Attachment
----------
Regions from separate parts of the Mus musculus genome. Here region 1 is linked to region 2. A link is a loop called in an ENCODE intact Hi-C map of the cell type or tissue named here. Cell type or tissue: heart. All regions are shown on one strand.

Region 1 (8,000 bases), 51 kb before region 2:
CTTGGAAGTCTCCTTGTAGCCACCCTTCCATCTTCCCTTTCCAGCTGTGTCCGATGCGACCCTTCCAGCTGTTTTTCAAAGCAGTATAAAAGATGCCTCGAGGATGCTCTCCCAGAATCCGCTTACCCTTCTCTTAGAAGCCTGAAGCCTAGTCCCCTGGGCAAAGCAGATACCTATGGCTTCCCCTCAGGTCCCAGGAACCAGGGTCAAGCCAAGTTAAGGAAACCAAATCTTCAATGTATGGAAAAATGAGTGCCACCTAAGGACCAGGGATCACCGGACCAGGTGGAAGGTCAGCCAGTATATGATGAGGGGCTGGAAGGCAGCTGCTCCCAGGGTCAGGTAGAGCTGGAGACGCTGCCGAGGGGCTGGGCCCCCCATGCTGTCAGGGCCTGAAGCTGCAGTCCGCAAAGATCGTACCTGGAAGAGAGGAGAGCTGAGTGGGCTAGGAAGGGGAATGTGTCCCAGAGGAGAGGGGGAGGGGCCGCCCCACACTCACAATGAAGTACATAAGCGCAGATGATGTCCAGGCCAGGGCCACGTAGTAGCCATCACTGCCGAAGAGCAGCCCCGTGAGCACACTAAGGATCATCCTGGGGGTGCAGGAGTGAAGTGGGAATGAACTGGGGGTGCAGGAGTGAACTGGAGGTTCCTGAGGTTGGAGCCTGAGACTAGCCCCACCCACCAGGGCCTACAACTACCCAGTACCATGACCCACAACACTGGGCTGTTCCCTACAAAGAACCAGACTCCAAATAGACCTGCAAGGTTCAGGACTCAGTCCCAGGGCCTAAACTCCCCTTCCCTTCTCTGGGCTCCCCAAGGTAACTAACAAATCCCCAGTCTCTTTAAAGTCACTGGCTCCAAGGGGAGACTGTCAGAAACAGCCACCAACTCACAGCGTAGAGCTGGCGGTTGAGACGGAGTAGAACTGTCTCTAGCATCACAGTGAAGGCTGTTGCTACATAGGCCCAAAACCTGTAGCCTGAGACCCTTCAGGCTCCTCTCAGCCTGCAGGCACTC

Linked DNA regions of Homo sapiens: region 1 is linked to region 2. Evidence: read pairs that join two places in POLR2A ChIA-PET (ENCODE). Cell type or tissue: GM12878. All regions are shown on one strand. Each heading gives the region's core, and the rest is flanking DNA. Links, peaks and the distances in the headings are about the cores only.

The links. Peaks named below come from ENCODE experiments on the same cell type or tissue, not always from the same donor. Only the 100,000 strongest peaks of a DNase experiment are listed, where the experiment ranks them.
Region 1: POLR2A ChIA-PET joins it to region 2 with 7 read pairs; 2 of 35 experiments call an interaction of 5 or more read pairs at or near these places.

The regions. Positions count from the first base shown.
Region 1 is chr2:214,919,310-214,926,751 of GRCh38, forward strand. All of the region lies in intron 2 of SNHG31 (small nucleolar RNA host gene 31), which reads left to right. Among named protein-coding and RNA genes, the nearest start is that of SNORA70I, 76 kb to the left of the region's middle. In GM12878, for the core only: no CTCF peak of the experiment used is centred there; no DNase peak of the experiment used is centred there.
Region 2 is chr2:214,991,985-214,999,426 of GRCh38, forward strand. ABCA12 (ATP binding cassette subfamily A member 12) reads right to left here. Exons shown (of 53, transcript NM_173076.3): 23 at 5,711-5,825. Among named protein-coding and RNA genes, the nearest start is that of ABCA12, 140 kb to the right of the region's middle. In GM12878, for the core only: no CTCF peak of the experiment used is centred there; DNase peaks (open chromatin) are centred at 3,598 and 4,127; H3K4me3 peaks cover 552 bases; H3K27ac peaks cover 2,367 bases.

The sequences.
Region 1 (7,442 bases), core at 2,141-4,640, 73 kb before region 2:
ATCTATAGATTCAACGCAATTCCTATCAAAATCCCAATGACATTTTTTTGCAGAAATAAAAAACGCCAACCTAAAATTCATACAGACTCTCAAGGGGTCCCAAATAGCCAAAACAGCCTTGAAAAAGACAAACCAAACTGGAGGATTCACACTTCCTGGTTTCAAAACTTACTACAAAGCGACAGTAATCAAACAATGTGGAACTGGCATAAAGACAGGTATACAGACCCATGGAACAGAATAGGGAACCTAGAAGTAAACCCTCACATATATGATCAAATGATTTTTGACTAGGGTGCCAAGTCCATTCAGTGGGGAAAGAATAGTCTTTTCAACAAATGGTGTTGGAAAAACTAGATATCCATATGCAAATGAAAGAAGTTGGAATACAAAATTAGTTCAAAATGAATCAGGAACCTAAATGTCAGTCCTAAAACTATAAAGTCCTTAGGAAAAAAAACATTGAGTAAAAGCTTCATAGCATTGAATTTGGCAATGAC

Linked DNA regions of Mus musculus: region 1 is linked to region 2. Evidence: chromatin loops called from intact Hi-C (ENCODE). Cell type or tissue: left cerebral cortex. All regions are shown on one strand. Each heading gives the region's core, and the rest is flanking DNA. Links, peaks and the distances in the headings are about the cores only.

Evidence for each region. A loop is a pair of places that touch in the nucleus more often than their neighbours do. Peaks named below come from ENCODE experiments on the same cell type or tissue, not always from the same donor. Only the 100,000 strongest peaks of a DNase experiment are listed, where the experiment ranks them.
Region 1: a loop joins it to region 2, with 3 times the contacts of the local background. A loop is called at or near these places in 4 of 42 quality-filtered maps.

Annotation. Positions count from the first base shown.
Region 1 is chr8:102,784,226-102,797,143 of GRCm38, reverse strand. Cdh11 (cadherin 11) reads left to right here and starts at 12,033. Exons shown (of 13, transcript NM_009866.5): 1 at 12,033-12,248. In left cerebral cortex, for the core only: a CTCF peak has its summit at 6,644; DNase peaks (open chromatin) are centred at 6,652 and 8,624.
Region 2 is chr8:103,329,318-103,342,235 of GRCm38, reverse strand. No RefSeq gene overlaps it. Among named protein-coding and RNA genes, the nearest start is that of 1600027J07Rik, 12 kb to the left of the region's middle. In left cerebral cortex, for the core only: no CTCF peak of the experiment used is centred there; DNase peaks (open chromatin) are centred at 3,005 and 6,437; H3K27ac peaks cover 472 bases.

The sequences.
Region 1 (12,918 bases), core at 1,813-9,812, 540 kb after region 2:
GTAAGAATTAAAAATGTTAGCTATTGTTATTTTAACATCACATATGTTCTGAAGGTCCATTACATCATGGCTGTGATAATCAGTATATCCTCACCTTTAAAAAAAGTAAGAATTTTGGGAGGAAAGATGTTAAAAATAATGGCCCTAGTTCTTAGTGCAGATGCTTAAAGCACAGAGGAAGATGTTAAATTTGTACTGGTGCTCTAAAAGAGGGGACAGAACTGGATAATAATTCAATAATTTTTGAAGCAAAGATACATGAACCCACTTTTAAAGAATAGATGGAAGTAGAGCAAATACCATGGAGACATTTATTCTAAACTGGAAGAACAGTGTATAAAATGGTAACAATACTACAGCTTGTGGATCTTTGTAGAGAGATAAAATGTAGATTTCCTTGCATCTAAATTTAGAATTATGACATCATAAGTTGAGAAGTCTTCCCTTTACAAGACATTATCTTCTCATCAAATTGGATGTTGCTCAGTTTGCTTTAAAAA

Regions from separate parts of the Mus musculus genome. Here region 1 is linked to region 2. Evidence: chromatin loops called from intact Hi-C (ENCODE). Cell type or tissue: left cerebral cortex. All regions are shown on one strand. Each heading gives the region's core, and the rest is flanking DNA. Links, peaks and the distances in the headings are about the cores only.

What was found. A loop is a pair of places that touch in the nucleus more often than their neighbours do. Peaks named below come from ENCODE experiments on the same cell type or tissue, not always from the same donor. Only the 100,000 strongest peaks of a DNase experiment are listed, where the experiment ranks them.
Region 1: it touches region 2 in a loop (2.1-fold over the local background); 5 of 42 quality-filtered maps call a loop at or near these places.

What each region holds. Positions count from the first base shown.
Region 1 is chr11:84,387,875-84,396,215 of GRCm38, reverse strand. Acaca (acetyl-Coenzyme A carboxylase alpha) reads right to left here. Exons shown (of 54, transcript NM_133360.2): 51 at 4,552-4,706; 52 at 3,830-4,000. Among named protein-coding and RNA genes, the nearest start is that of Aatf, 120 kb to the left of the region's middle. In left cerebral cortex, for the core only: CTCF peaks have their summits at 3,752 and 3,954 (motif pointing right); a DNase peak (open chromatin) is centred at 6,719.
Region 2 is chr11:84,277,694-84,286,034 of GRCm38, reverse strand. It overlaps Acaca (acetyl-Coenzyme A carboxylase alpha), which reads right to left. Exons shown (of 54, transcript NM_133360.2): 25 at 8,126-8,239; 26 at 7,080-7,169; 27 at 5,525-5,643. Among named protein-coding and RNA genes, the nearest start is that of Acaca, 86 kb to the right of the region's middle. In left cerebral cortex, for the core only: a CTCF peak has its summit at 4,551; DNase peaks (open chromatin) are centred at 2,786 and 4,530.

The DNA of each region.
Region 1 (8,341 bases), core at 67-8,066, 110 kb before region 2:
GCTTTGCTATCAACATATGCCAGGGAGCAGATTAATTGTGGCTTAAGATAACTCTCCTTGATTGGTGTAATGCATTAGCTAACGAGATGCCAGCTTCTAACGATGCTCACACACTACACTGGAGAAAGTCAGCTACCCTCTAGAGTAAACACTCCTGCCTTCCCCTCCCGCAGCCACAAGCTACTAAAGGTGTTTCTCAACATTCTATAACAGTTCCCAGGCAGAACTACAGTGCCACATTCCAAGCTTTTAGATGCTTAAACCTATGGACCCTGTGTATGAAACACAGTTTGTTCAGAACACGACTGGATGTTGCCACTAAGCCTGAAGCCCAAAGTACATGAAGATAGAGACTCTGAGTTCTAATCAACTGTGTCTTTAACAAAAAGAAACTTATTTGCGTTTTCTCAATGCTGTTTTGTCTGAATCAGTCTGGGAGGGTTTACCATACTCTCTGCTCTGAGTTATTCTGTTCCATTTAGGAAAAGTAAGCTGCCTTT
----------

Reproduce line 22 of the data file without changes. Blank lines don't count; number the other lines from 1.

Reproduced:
Regions from separate parts of the Mus musculus genome. Here region 1 is linked to region 2. Evidence: chromatin loops called from intact Hi-C (ENCODE). Cell type or tissue: left cerebral cortex. All regions are shown on one strand. Each heading gives the region's core, and the rest is flanking DNA. Links, peaks and the distances in the headings are about the cores only.